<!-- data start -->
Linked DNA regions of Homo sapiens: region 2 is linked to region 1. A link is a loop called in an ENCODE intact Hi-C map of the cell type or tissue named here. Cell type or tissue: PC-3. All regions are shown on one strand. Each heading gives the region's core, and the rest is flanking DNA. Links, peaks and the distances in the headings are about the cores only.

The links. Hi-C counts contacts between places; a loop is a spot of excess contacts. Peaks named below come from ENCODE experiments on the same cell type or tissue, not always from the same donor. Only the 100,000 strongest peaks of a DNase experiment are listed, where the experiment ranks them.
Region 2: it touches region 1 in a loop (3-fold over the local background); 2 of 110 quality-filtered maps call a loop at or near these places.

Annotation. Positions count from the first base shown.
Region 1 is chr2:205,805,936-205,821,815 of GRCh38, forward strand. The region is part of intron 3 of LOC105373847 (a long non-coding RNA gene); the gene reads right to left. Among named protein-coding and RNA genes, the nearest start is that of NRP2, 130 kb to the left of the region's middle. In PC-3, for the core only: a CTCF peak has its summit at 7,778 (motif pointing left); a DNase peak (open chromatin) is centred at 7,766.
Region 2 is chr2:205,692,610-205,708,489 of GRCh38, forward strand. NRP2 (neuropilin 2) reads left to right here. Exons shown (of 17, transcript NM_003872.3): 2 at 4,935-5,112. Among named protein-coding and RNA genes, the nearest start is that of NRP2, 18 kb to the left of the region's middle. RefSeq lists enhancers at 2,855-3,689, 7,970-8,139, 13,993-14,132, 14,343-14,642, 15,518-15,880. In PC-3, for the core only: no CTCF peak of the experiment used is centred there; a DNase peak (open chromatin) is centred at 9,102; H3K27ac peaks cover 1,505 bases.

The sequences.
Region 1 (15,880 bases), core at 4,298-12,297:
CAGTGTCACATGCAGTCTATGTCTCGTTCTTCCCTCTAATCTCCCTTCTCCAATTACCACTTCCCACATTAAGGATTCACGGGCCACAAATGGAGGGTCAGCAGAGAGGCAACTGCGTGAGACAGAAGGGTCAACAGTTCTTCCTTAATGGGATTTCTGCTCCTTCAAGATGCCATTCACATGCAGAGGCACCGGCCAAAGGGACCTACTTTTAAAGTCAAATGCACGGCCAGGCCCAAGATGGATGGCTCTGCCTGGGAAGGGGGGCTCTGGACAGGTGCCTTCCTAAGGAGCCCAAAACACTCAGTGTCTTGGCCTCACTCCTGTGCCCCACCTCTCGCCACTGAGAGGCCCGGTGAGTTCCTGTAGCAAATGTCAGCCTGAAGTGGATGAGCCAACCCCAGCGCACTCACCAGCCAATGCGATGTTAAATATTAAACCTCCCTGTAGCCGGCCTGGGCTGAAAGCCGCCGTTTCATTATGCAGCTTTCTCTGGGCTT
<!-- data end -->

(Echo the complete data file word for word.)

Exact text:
Linked DNA regions of Homo sapiens: region 2 is linked to region 1. A link is a loop called in an ENCODE intact Hi-C map of the cell type or tissue named here. Cell type or tissue: PC-3. All regions are shown on one strand. Each heading gives the region's core, and the rest is flanking DNA. Links, peaks and the distances in the headings are about the cores only.

The links. Hi-C counts contacts between places; a loop is a spot of excess contacts. Peaks named below come from ENCODE experiments on the same cell type or tissue, not always from the same donor. Only the 100,000 strongest peaks of a DNase experiment are listed, where the experiment ranks them.
Region 2: it touches region 1 in a loop (3-fold over the local background); 2 of 110 quality-filtered maps call a loop at or near these places.

Annotation. Positions count from the first base shown.
Region 1 is chr2:205,805,936-205,821,815 of GRCh38, forward strand. The region is part of intron 3 of LOC105373847 (a long non-coding RNA gene); the gene reads right to left. Among named protein-coding and RNA genes, the nearest start is that of NRP2, 130 kb to the left of the region's middle. In PC-3, for the core only: a CTCF peak has its summit at 7,778 (motif pointing left); a DNase peak (open chromatin) is centred at 7,766.
Region 2 is chr2:205,692,610-205,708,489 of GRCh38, forward strand. NRP2 (neuropilin 2) reads left to right here. Exons shown (of 17, transcript NM_003872.3): 2 at 4,935-5,112. Among named protein-coding and RNA genes, the nearest start is that of NRP2, 18 kb to the left of the region's middle. RefSeq lists enhancers at 2,855-3,689, 7,970-8,139, 13,993-14,132, 14,343-14,642, 15,518-15,880. In PC-3, for the core only: no CTCF peak of the experiment used is centred there; a DNase peak (open chromatin) is centred at 9,102; H3K27ac peaks cover 1,505 bases.

The sequences.
Region 1 (15,880 bases), core at 4,298-12,297:
CAGTGTCACATGCAGTCTATGTCTCGTTCTTCCCTCTAATCTCCCTTCTCCAATTACCACTTCCCACATTAAGGATTCACGGGCCACAAATGGAGGGTCAGCAGAGAGGCAACTGCGTGAGACAGAAGGGTCAACAGTTCTTCCTTAATGGGATTTCTGCTCCTTCAAGATGCCATTCACATGCAGAGGCACCGGCCAAAGGGACCTACTTTTAAAGTCAAATGCACGGCCAGGCCCAAGATGGATGGCTCTGCCTGGGAAGGGGGGCTCTGGACAGGTGCCTTCCTAAGGAGCCCAAAACACTCAGTGTCTTGGCCTCACTCCTGTGCCCCACCTCTCGCCACTGAGAGGCCCGGTGAGTTCCTGTAGCAAATGTCAGCCTGAAGTGGATGAGCCAACCCCAGCGCACTCACCAGCCAATGCGATGTTAAATATTAAACCTCCCTGTAGCCGGCCTGGGCTGAAAGCCGCCGTTTCATTATGCAGCTTTCTCTGGGCTT